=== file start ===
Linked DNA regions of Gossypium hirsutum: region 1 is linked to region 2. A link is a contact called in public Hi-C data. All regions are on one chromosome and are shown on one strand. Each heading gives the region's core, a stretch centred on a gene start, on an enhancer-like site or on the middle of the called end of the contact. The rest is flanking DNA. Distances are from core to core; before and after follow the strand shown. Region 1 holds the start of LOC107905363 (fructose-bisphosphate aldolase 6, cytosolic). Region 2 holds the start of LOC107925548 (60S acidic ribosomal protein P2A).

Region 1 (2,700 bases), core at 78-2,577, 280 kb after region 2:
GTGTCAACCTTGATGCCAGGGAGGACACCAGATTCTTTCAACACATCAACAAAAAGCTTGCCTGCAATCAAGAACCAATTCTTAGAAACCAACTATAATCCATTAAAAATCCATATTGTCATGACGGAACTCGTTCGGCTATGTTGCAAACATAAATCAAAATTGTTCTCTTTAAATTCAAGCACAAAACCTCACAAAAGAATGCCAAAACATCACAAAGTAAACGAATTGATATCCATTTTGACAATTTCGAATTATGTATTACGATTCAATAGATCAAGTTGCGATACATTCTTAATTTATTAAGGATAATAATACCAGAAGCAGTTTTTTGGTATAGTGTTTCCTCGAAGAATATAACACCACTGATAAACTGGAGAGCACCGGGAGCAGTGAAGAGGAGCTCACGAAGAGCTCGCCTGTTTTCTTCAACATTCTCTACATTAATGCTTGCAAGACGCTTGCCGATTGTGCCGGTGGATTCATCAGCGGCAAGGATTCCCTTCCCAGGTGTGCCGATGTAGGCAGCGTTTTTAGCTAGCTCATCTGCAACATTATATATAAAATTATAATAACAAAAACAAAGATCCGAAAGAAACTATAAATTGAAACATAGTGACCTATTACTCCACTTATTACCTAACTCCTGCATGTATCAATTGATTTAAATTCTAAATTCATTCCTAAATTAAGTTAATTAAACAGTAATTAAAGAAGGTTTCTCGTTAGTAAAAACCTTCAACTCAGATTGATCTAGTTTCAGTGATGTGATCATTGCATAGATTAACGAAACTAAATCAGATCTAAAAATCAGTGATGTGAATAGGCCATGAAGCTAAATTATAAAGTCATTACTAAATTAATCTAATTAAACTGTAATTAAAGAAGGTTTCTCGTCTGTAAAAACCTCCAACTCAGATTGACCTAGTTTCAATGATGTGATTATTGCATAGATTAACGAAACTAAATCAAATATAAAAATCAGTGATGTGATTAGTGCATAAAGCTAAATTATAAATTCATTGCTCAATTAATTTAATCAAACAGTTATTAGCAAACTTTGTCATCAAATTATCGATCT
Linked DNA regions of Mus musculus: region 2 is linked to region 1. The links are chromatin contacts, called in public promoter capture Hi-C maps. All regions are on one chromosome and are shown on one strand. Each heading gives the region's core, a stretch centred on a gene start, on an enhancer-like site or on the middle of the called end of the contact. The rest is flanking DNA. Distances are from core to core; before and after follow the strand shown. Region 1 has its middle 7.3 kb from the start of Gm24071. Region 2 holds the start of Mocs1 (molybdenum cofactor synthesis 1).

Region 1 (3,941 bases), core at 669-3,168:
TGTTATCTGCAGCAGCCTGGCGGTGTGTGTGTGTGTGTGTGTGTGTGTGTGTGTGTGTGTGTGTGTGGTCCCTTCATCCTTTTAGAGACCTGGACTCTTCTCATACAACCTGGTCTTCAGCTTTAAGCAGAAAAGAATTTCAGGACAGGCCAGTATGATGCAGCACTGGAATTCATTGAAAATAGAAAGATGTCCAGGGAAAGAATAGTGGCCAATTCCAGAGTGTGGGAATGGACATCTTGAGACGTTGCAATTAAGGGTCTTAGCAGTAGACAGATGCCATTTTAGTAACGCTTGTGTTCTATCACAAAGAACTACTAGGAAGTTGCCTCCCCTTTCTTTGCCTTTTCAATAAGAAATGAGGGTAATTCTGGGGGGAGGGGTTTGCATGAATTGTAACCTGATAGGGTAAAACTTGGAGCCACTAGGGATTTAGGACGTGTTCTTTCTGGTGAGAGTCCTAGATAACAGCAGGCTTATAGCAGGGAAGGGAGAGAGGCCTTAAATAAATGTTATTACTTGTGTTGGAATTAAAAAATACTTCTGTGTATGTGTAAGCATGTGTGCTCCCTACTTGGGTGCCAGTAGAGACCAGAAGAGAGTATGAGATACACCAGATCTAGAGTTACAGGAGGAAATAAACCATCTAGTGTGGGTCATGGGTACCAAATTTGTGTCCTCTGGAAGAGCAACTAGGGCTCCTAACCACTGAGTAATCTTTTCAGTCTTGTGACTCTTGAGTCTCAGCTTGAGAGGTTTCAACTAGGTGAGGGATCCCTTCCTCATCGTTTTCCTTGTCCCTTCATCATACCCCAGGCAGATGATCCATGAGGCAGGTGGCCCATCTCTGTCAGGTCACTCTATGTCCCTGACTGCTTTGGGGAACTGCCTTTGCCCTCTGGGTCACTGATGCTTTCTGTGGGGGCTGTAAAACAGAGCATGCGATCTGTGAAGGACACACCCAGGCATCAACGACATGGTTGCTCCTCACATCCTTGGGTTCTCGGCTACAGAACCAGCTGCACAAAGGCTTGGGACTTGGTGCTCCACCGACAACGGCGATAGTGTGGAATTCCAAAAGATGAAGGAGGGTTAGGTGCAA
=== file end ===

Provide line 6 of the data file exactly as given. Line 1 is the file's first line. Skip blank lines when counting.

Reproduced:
TGTTATCTGCAGCAGCCTGGCGGTGTGTGTGTGTGTGTGTGTGTGTGTGTGTGTGTGTGTGTGTGTGGTCCCTTCATCCTTTTAGAGACCTGGACTCTTCTCATACAACCTGGTCTTCAGCTTTAAGCAGAAAAGAATTTCAGGACAGGCCAGTATGATGCAGCACTGGAATTCATTGAAAATAGAAAGATGTCCAGGGAAAGAATAGTGGCCAATTCCAGAGTGTGGGAATGGACATCTTGAGACGTTGCAATTAAGGGTCTTAGCAGTAGACAGATGCCATTTTAGTAACGCTTGTGTTCTATCACAAAGAACTACTAGGAAGTTGCCTCCCCTTTCTTTGCCTTTTCAATAAGAAATGAGGGTAATTCTGGGGGGAGGGGTTTGCATGAATTGTAACCTGATAGGGTAAAACTTGGAGCCACTAGGGATTTAGGACGTGTTCTTTCTGGTGAGAGTCCTAGATAACAGCAGGCTTATAGCAGGGAAGGGAGAGAGGCCTTAAATAAATGTTATTACTTGTGTTGGAATTAAAAAATACTTCTGTGTATGTGTAAGCATGTGTGCTCCCTACTTGGGTGCCAGTAGAGACCAGAAGAGAGTATGAGATACACCAGATCTAGAGTTACAGGAGGAAATAAACCATCTAGTGTGGGTCATGGGTACCAAATTTGTGTCCTCTGGAAGAGCAACTAGGGCTCCTAACCACTGAGTAATCTTTTCAGTCTTGTGACTCTTGAGTCTCAGCTTGAGAGGTTTCAACTAGGTGAGGGATCCCTTCCTCATCGTTTTCCTTGTCCCTTCATCATACCCCAGGCAGATGATCCATGAGGCAGGTGGCCCATCTCTGTCAGGTCACTCTATGTCCCTGACTGCTTTGGGGAACTGCCTTTGCCCTCTGGGTCACTGATGCTTTCTGTGGGGGCTGTAAAACAGAGCATGCGATCTGTGAAGGACACACCCAGGCATCAACGACATGGTTGCTCCTCACATCCTTGGGTTCTCGGCTACAGAACCAGCTGCACAAAGGCTTGGGACTTGGTGCTCCACCGACAACGGCGATAGTGTGGAATTCCAAAAGATGAAGGAGGGTTAGGTGCAA